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- Company stopped from accepting abortion waste
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- ‘Harry Potter’ religion class seeks to enlighten students on ‘God, sin, and theodicy’
- ‘Optionally piloted’ Black Hawk helicopter clears tests; future missions to go ‘fully unmanned’
- Vice News reporter kidnapped in Ukraine is freed after being beaten, blindfolded
- FCC’s new ‘net neutrality’ proposal sparks outrage among consumer advocates
- Families of ferry’s lost confront South Korean officials
What a long, strange trip it’s been
The Wizards have pushed through a generation’s worth of dark history this season.
The Wizards of Gilbert Arenas, Larry Hughes and Antawn Jamison can’t possibly appreciate the impact of their accomplishment, this securing of the franchise’s first playoff berth in eight years, with the promise that the team’s best seasons are ahead. They can’t possibly know the murky depths of the past. They can’t possibly understand the horror of it all.
They don’t know something as basic as the following: Pervis Ellison was driving to the eyesore in Landover from his upscale digs in Fort Washington one evening while wrestling with a pregame meal of fried chicken.
This was one multi-task moment that he came to regret as his hands became slick from the chicken’s grease and he lost control of his vehicle and wound up in a ditch.
Result: Strained neck. Out of the lineup.
Ellison, perhaps the only player ever to be felled by greasy fried chicken, was a likeable person with a serious ditz streak in him.
He once missed a game because of a sore back.
The reason: He had spent all afternoon raking leaves at his home.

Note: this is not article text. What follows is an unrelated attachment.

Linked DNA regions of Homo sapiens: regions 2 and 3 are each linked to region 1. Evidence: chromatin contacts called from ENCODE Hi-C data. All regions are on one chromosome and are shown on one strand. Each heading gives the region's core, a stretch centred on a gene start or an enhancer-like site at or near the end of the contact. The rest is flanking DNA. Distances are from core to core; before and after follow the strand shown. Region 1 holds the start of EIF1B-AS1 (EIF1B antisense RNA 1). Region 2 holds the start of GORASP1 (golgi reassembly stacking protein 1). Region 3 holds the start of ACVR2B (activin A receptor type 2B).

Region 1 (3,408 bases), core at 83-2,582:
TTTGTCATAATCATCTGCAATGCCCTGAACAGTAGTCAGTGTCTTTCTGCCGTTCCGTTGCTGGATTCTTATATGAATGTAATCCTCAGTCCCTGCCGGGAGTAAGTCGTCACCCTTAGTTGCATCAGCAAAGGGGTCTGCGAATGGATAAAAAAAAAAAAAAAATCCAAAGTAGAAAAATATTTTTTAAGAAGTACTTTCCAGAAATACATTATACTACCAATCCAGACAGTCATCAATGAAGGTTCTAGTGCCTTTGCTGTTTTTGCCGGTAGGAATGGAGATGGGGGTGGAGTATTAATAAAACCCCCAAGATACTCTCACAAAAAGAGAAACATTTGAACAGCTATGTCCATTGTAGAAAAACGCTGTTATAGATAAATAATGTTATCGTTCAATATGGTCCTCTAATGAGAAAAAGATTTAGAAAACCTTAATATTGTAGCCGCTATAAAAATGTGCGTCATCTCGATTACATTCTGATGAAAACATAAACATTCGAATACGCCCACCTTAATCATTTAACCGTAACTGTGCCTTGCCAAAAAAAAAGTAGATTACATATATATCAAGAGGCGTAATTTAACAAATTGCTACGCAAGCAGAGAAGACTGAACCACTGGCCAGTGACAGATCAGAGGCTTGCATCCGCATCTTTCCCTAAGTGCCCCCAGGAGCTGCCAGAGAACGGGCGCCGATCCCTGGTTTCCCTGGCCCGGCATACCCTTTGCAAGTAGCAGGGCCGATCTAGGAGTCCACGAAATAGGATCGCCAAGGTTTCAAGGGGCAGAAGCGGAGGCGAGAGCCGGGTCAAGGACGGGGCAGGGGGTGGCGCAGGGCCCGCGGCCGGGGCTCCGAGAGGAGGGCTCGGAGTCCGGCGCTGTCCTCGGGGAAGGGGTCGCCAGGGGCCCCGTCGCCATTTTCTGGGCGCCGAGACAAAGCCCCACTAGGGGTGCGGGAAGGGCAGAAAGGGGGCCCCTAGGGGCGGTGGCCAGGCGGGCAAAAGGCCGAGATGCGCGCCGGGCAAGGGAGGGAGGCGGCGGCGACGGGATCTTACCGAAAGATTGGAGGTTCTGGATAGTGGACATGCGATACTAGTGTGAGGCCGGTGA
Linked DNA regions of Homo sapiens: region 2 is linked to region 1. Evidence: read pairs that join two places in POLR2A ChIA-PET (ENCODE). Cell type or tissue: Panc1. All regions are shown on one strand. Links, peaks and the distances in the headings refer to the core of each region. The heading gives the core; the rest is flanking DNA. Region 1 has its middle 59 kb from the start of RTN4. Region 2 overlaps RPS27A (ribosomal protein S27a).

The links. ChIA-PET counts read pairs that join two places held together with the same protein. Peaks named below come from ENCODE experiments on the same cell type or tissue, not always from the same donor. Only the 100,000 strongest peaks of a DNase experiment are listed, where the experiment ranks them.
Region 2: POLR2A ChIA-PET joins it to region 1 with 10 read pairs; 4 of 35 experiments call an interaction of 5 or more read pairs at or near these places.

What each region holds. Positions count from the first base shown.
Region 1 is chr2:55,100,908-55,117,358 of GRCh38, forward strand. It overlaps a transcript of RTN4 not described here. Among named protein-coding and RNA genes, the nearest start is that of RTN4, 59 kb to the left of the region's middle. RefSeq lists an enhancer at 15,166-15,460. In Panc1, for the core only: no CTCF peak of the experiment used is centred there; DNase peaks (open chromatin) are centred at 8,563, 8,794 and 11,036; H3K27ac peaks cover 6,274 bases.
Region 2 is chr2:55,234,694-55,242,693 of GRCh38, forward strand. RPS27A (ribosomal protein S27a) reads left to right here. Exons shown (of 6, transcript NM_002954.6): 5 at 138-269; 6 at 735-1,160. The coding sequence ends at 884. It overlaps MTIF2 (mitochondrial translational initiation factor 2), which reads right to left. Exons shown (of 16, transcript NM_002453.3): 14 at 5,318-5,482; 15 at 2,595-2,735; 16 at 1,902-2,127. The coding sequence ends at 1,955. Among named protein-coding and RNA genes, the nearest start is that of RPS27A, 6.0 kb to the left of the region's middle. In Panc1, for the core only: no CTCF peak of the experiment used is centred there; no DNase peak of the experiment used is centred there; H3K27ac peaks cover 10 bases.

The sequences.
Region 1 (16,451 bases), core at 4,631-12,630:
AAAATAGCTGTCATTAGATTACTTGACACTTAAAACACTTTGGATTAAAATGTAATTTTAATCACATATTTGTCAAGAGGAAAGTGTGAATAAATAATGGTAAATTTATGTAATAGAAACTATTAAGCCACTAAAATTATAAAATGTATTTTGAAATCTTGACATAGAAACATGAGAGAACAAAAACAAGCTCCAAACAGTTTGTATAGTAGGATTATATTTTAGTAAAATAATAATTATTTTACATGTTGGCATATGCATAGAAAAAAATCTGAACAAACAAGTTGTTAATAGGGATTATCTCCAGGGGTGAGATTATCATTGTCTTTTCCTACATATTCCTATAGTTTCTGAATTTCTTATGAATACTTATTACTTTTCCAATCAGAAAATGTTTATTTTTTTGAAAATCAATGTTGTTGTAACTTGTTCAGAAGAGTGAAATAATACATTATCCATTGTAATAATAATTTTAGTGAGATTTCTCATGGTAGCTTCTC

His home was impressive, too, excluding the lawn furniture he plopped in the rooms.
That is how it was back in the bad old days of this franchise.
Stuff happened. Funny stuff. Crazy stuff. One-in-a-million stuff. Stuff that drove you nuts.
Chris Webber once said Wes Unseld could not relate to him, because Unseld did not know what it meant to be young and talented. Webber’s observation came as news to anyone who recalled Unseld’s unthinkable achievement in 1969: selected as both NBA Rookie of the Year and MVP.
Ah, yes, there always was a clownish element in the locker room.
The sight of Webber dunking the ball in the first quarter and then going into his ugly-face, bad-man pose is indelibly etched in the minds of the faithful. Webber never could grasp the emptiness of celebrating an 18-16 lead in the first quarter. Of course, you could not find Webber with a search party in the last five minutes of a game.
They could have put a tent over this franchise at one point and stationed a barker in front of the arena’s entrance, and not just because of the carnival-like element of the tallest (7-foot-6 Manute Bol) and shortest (5-4 Tyrone Bogues) tandem in the 1987-88 season.
By Tammy Bruce
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